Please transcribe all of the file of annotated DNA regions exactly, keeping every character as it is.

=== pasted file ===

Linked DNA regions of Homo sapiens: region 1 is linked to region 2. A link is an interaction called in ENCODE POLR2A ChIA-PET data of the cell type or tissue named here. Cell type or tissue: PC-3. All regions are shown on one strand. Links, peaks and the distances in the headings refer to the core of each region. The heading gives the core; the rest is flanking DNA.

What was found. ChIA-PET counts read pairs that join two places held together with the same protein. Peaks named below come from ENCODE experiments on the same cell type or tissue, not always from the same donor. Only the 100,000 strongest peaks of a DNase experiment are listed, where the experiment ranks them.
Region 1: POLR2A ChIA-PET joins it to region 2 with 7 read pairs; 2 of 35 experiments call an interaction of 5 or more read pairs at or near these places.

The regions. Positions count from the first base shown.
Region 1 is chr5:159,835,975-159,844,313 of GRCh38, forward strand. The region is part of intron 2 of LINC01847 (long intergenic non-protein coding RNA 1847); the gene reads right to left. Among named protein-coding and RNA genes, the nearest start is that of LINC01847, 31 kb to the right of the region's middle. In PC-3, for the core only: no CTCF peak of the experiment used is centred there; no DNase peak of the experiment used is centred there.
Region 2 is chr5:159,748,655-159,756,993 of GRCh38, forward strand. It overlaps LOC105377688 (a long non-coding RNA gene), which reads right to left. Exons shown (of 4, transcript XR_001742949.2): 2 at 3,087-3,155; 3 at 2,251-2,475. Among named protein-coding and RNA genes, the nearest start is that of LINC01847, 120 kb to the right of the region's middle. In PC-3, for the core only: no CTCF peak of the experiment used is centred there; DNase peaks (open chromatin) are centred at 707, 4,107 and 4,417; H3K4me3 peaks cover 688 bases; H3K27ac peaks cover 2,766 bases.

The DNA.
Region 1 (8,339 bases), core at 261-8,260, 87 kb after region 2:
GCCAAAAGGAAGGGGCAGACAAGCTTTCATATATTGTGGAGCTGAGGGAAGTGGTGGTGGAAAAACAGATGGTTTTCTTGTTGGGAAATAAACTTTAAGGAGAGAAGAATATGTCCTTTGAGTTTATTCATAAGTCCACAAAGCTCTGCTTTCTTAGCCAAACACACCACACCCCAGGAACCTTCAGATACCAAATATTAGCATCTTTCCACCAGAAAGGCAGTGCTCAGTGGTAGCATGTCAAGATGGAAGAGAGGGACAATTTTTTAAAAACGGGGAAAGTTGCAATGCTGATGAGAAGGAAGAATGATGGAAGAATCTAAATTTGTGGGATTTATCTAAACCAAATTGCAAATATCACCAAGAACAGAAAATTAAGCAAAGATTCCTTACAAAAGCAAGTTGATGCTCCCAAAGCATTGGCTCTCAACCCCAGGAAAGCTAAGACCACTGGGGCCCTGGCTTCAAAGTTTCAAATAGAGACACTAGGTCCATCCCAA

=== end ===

Linked DNA regions of Homo sapiens: region 1 is linked to region 2. A link is an interaction called in ENCODE POLR2A ChIA-PET data of the cell type or tissue named here. Cell type or tissue: PC-3. All regions are shown on one strand. Links, peaks and the distances in the headings refer to the core of each region. The heading gives the core; the rest is flanking DNA.

What was found. ChIA-PET counts read pairs that join two places held together with the same protein. Peaks named below come from ENCODE experiments on the same cell type or tissue, not always from the same donor. Only the 100,000 strongest peaks of a DNase experiment are listed, where the experiment ranks them.
Region 1: POLR2A ChIA-PET joins it to region 2 with 7 read pairs; 2 of 35 experiments call an interaction of 5 or more read pairs at or near these places.

The regions. Positions count from the first base shown.
Region 1 is chr5:159,835,975-159,844,313 of GRCh38, forward strand. The region is part of intron 2 of LINC01847 (long intergenic non-protein coding RNA 1847); the gene reads right to left. Among named protein-coding and RNA genes, the nearest start is that of LINC01847, 31 kb to the right of the region's middle. In PC-3, for the core only: no CTCF peak of the experiment used is centred there; no DNase peak of the experiment used is centred there.
Region 2 is chr5:159,748,655-159,756,993 of GRCh38, forward strand. It overlaps LOC105377688 (a long non-coding RNA gene), which reads right to left. Exons shown (of 4, transcript XR_001742949.2): 2 at 3,087-3,155; 3 at 2,251-2,475. Among named protein-coding and RNA genes, the nearest start is that of LINC01847, 120 kb to the right of the region's middle. In PC-3, for the core only: no CTCF peak of the experiment used is centred there; DNase peaks (open chromatin) are centred at 707, 4,107 and 4,417; H3K4me3 peaks cover 688 bases; H3K27ac peaks cover 2,766 bases.

The DNA.
Region 1 (8,339 bases), core at 261-8,260, 87 kb after region 2:
GCCAAAAGGAAGGGGCAGACAAGCTTTCATATATTGTGGAGCTGAGGGAAGTGGTGGTGGAAAAACAGATGGTTTTCTTGTTGGGAAATAAACTTTAAGGAGAGAAGAATATGTCCTTTGAGTTTATTCATAAGTCCACAAAGCTCTGCTTTCTTAGCCAAACACACCACACCCCAGGAACCTTCAGATACCAAATATTAGCATCTTTCCACCAGAAAGGCAGTGCTCAGTGGTAGCATGTCAAGATGGAAGAGAGGGACAATTTTTTAAAAACGGGGAAAGTTGCAATGCTGATGAGAAGGAAGAATGATGGAAGAATCTAAATTTGTGGGATTTATCTAAACCAAATTGCAAATATCACCAAGAACAGAAAATTAAGCAAAGATTCCTTACAAAAGCAAGTTGATGCTCCCAAAGCATTGGCTCTCAACCCCAGGAAAGCTAAGACCACTGGGGCCCTGGCTTCAAAGTTTCAAATAGAGACACTAGGTCCATCCCAA